Puncturing the dangerous myth that only white women get eating disorders.
“When eating disorders were first being recognized, people seeking treatment were young, white girls, so the belief developed early that nobody else suffers from them,” says Gayle Brooks, vice president and chief clinical officer of the Renfrew Center, the country’s first residential treatment facility for eating disorders. “When that became the core of our understanding, we stopped looking at diversity being an issue. We missed a lot.”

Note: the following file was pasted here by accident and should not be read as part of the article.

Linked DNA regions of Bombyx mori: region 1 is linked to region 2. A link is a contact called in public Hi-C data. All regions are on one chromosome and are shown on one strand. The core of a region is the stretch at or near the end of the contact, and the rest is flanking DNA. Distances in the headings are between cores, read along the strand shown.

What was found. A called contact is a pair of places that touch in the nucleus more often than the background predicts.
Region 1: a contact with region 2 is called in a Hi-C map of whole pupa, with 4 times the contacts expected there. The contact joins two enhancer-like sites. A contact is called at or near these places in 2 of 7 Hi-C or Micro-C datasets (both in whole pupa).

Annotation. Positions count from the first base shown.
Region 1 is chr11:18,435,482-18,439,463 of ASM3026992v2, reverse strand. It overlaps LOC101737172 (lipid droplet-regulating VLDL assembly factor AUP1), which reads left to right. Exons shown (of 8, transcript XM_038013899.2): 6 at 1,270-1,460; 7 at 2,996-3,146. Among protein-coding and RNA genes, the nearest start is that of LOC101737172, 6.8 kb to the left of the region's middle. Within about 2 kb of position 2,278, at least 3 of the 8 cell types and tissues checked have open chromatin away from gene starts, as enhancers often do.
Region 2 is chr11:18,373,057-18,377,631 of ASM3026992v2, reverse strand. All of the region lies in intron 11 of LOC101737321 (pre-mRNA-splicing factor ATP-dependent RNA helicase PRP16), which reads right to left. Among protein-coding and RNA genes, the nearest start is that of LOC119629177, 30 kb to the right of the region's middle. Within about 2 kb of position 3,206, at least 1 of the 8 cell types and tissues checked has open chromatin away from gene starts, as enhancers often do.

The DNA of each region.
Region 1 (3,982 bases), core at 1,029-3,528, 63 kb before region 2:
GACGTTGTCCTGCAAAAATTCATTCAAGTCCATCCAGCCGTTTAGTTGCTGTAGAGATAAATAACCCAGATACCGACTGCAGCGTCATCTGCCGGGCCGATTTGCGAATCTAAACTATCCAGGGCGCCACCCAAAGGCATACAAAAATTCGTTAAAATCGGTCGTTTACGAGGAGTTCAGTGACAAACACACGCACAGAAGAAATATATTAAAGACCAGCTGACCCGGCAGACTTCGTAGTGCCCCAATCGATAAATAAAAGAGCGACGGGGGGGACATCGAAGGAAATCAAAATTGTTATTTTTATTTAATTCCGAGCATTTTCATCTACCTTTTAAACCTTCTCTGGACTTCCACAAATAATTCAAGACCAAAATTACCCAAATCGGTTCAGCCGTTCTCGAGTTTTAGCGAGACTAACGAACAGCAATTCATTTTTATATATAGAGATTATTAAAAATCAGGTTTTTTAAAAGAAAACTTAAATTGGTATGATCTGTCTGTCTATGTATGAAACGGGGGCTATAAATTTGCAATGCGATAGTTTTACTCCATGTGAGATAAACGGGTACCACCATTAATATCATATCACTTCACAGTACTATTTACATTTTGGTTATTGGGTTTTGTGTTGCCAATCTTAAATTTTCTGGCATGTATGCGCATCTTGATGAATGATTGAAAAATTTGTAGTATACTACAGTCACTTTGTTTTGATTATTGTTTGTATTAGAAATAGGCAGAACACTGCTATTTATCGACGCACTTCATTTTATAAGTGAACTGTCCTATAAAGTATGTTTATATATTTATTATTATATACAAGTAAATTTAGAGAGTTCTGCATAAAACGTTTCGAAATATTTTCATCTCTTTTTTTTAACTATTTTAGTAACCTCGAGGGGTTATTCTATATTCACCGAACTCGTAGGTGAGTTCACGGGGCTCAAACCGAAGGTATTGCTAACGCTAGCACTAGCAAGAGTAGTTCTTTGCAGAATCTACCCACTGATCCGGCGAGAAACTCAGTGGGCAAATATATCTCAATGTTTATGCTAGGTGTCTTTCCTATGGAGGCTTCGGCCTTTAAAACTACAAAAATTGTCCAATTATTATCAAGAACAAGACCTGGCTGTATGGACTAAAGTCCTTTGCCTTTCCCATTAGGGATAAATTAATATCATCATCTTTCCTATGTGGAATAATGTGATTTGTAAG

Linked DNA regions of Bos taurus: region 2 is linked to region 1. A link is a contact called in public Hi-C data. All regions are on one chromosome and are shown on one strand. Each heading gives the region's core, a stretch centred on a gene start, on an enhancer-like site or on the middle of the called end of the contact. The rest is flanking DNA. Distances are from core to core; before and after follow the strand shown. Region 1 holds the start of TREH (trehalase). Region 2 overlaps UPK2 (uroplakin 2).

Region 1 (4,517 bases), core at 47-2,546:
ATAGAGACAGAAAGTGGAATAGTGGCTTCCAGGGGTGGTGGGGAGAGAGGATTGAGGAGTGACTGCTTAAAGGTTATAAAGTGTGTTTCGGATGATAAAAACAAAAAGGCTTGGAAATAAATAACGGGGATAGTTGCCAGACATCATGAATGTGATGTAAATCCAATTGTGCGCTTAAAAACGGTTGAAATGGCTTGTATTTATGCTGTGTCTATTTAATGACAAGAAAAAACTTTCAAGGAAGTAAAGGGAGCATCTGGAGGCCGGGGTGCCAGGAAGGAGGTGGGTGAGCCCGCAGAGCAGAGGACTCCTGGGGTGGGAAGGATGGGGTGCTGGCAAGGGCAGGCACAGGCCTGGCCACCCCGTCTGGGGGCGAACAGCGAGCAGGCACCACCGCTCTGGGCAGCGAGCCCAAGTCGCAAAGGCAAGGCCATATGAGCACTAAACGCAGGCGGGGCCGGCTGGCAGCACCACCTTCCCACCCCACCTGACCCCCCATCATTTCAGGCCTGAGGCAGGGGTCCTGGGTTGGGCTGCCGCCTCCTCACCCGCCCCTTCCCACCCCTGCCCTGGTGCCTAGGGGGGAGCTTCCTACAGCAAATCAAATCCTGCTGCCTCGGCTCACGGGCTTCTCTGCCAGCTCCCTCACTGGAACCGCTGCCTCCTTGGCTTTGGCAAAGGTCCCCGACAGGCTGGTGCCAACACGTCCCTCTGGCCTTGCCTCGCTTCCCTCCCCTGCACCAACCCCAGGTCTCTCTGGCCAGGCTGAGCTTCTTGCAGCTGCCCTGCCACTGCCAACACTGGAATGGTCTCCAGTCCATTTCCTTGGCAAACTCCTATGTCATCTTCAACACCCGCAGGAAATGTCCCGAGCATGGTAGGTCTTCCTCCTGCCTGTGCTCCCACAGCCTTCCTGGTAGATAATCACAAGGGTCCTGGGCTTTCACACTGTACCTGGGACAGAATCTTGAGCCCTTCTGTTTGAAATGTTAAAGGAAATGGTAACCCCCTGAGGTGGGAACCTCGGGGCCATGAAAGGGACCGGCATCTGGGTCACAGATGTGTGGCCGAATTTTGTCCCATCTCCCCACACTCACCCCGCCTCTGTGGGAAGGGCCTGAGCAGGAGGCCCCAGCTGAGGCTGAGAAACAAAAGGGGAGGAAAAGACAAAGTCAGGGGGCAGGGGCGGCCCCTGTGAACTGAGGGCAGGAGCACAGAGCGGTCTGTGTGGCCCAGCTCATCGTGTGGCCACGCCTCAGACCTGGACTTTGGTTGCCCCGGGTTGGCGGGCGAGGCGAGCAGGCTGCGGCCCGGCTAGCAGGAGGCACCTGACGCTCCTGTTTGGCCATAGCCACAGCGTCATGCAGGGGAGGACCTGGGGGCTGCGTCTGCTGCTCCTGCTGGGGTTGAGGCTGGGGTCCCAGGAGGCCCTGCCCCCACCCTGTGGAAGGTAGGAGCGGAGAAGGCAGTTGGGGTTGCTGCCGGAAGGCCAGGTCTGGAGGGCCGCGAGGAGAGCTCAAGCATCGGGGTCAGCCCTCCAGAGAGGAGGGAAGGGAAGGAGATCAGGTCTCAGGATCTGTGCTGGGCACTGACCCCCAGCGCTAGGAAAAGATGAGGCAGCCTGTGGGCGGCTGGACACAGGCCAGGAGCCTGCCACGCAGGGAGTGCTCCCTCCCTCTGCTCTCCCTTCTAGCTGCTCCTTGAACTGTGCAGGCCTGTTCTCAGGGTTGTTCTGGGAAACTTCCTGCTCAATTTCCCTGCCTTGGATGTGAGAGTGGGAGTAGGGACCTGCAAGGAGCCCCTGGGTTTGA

According to the National Eating Disorders Association (NEDA), “exact statistics on the prevalence of eating disorders among women of color are unavailable” because, “due to our historically biased view that eating disorders only affect white women, relatively little research has been conducted utilizing participants from racial and ethnic minority groups.” And as Carrie Arnold detailed in a piece for Slate, eating disorder research is “dramatically underfunded.” Still, we know these women exist. Here are a few.